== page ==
Quick Guide to Cinematic Images Part 1: Lighting

 

Still Frame from Rum Diary. Notice the background is darker than the subject.
Still Frame from Rum Diary. Notice the background is darker than the subject.

Disclaimer: I do not claim to be a master at anything. I’m simply sharing what I learn as I continue to embark on my journey to become a successful Director/Cinematographer.

Today I’m going to go over some lighting techniques that are simple and should help produce cinematic images.

Those of you who attended film school probably had three point lighting pushed on you all the time. I know that was and still is the case for me. Three point lighting is great especially for documentary interviews. It allows you to setup pretty fast and then adjust.

Although three point lighting is great, I find that I rarely use it for films. This is because I find reverse lighting produces a better image. Also reverse lighting is simpler to set up.

I. Reverse Lighting

Reverse lighting basically means your key light comes from behind your subject in lieu of in front. This creates a better falloff. You can then add some fill from the front. This setup is fairly easy and fast to do. The images below was done with two lights or less.

This is a screen grab from our short film “Confliction”.

The key light (500 Led light) is coming from behind the subject and slightly to the left. The result is a nice falloff and seperation from the background. The fill light (4 z96 lights) is coming from the front left.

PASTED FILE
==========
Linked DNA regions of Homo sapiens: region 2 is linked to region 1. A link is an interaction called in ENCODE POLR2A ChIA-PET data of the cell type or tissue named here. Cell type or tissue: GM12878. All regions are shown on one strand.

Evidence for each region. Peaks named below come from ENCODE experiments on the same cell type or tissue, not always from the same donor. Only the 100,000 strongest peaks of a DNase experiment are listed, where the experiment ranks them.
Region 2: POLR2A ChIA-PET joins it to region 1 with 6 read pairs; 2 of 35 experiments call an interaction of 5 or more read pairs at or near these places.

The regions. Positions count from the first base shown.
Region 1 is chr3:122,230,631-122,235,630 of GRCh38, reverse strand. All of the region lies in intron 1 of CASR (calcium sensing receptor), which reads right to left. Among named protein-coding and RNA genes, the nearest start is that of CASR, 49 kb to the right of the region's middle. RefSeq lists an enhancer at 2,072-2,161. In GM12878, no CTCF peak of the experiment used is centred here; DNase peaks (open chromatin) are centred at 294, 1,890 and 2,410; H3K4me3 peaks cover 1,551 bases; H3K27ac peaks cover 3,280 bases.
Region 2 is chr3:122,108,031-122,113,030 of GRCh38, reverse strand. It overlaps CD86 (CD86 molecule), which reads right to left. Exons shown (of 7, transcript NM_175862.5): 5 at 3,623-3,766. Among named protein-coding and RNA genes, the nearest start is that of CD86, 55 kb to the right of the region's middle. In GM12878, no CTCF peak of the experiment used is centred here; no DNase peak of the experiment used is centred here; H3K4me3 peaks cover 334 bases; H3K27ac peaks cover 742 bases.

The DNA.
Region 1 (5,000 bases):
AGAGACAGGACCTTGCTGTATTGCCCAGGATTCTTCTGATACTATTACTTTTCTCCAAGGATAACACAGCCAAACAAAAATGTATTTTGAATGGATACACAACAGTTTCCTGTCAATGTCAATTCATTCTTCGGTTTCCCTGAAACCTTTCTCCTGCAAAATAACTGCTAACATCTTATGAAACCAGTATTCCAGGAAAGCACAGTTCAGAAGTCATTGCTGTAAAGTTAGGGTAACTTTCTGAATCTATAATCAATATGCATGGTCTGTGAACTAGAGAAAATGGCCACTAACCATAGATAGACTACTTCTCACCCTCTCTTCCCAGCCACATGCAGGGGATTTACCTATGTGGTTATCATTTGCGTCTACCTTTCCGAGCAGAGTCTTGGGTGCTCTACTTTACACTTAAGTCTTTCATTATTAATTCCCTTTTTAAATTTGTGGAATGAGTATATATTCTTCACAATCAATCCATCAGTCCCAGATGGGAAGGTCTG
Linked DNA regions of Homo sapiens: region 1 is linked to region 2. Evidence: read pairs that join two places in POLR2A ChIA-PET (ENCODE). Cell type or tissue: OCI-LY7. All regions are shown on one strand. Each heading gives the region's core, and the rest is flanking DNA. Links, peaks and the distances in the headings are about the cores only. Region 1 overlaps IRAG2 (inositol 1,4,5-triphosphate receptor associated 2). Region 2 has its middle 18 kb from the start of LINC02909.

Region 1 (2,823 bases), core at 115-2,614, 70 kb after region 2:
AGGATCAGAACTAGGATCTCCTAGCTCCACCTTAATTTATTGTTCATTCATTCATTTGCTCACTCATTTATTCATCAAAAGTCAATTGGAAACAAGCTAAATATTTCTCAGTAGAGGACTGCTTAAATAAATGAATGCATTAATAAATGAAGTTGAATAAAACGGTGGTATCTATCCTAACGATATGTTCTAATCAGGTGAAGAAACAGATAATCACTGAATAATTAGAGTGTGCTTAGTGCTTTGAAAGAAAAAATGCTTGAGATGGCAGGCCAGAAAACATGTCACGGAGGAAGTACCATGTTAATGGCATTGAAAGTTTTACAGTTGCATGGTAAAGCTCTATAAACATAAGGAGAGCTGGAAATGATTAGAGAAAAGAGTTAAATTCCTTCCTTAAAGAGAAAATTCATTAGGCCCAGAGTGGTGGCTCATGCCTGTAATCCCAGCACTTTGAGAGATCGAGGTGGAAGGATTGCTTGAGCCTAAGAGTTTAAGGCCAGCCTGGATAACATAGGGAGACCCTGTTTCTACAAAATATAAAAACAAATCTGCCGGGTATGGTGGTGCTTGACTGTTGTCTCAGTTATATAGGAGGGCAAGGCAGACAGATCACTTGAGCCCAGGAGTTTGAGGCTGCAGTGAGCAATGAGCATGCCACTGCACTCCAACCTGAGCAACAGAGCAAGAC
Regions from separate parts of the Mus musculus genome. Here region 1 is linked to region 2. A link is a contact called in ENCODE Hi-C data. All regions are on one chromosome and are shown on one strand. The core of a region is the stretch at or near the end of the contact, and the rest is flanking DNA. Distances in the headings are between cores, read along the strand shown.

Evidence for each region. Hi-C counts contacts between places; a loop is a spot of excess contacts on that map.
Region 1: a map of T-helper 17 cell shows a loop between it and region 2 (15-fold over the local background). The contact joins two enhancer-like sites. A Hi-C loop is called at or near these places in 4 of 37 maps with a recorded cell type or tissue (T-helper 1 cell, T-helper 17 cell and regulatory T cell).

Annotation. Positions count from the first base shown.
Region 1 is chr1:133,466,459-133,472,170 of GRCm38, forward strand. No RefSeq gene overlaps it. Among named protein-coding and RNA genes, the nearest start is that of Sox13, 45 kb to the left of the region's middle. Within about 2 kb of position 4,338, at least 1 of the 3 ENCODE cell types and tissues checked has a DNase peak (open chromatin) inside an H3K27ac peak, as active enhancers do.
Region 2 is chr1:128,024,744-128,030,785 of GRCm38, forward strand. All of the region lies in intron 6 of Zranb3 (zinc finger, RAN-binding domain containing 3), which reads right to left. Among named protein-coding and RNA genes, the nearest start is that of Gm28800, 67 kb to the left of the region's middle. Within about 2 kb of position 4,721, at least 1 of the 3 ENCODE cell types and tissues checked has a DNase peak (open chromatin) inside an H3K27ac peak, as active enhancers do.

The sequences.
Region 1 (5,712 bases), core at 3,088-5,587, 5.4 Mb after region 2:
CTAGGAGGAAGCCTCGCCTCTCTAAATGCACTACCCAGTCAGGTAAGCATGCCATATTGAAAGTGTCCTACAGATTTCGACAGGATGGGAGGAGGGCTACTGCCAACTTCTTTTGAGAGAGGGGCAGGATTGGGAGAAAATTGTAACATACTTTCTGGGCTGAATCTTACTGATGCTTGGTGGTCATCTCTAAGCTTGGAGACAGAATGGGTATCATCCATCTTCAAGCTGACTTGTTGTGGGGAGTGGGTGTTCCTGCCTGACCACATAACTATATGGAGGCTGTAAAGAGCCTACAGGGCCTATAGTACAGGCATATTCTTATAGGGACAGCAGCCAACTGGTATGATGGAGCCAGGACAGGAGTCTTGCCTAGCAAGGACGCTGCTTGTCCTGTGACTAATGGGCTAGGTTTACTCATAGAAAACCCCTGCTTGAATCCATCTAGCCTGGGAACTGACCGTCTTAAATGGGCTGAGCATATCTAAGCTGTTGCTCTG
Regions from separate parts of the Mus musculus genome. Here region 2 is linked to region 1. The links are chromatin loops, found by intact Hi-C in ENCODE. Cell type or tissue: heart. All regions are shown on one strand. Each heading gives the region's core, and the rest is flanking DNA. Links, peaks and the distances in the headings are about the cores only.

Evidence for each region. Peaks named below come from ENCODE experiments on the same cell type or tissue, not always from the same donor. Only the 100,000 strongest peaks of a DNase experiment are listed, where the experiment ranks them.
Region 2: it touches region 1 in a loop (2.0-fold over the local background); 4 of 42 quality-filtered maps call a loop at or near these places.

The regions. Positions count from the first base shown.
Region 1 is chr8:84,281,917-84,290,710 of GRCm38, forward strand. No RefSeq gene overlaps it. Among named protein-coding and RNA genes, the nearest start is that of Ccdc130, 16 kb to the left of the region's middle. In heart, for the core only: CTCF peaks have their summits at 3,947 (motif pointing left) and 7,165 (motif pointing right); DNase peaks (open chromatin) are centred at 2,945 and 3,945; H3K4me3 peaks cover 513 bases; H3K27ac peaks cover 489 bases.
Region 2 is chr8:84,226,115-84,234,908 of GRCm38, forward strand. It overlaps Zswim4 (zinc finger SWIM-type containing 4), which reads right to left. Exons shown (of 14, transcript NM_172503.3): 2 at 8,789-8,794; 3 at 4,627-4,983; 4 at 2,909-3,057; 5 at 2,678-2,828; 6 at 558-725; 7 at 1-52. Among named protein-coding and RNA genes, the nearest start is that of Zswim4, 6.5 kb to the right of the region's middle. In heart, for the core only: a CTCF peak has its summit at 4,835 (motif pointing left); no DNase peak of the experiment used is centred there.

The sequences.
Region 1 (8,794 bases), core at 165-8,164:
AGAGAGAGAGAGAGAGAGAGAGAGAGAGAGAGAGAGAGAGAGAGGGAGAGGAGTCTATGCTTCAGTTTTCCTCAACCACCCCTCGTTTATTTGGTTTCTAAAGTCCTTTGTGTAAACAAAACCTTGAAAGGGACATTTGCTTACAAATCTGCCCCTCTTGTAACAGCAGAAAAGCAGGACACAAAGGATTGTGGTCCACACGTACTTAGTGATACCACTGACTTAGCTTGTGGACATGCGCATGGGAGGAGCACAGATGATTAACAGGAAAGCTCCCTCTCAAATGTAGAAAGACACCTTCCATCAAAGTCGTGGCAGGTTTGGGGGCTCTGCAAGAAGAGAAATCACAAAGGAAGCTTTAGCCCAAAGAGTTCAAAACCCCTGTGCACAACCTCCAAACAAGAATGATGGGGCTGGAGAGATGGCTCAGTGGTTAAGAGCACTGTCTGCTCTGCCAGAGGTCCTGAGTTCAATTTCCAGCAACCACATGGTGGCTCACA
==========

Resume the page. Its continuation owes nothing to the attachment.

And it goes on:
The next screen grab is from a concept film we did called “Obsession”.

The same process was done here expect only one light was used. The key light (500 Led light) is behind and to the right of the subject. Fill was added by simply using a reflector.

Another thing you’ll notice in cinema is eye light. Eyes are tremendously important and that’s why you almost always see a sparkle in actors’ eyes. However this is often forgotten by most filmmakers, myself included.

Many times I have forgotten this and now I have become an eye light nazi. I don’t want to press record until I see a hint of light in the eyes.

II. Eye light

Eye light isn’t hard to do at all. It’s more about remembering to do it. Here is more screen grabs from “Confliction”.

Although the eye light is very subtle, it makes a huge difference. Eye light can be done simply with a phone light. Become an eye light Nazi, it’ll make your actors/actresses performances pop. Not only will it help the actors look good, it helps engage the audience in the emotions the actors are performing.

Next part of this series will cover how insert shots are psychologically pleasing and simple camera movements that will help make your films more cinematic.

Follow me on twitter (@Shawn_Lights) where I post film tips every hour.

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